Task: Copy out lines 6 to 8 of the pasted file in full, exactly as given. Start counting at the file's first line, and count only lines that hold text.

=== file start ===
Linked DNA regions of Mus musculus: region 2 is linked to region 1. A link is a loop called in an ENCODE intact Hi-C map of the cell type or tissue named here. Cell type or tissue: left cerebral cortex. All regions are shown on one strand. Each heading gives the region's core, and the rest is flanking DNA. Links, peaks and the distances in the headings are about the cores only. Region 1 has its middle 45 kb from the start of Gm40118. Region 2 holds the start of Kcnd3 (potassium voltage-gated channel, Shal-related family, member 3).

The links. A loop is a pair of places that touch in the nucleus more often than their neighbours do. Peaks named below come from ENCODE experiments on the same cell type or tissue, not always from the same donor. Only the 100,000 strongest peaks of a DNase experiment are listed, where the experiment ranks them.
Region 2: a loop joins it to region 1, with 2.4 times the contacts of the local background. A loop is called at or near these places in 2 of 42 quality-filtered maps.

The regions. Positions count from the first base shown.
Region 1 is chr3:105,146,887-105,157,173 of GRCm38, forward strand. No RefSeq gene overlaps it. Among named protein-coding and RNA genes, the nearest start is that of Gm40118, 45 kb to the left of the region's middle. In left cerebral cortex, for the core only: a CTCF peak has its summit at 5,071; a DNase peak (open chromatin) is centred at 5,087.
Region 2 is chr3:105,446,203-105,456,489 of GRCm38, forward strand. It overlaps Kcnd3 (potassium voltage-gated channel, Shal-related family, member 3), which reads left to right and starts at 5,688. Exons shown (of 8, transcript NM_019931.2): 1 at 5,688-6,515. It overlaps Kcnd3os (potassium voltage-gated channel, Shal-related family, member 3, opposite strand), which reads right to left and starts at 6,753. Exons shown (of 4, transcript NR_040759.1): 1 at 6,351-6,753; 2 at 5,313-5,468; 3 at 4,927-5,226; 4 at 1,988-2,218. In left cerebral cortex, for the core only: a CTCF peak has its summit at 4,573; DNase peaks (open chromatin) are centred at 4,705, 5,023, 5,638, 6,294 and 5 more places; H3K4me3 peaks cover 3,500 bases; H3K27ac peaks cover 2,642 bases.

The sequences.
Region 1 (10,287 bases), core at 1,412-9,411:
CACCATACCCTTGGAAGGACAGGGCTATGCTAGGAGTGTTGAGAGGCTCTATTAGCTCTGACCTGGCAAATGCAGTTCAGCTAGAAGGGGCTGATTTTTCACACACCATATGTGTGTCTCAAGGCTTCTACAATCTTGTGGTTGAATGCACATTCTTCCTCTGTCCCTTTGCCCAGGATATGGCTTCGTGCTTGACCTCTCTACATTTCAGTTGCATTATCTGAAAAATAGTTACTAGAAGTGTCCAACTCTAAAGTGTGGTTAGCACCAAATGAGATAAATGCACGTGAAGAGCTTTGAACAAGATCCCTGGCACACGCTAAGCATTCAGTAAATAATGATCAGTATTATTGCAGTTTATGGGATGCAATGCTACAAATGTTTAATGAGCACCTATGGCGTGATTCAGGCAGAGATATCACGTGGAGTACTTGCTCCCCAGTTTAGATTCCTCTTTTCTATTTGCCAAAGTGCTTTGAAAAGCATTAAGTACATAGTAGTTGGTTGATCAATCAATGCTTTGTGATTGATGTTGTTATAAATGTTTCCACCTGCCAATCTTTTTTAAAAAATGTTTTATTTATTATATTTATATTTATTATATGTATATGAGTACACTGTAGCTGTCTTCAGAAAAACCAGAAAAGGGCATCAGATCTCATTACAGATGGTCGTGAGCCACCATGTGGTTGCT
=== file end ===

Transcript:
Region 2 is chr3:105,446,203-105,456,489 of GRCm38, forward strand. It overlaps Kcnd3 (potassium voltage-gated channel, Shal-related family, member 3), which reads left to right and starts at 5,688. Exons shown (of 8, transcript NM_019931.2): 1 at 5,688-6,515. It overlaps Kcnd3os (potassium voltage-gated channel, Shal-related family, member 3, opposite strand), which reads right to left and starts at 6,753. Exons shown (of 4, transcript NR_040759.1): 1 at 6,351-6,753; 2 at 5,313-5,468; 3 at 4,927-5,226; 4 at 1,988-2,218. In left cerebral cortex, for the core only: a CTCF peak has its summit at 4,573; DNase peaks (open chromatin) are centred at 4,705, 5,023, 5,638, 6,294 and 5 more places; H3K4me3 peaks cover 3,500 bases; H3K27ac peaks cover 2,642 bases.

The sequences.
Region 1 (10,287 bases), core at 1,412-9,411: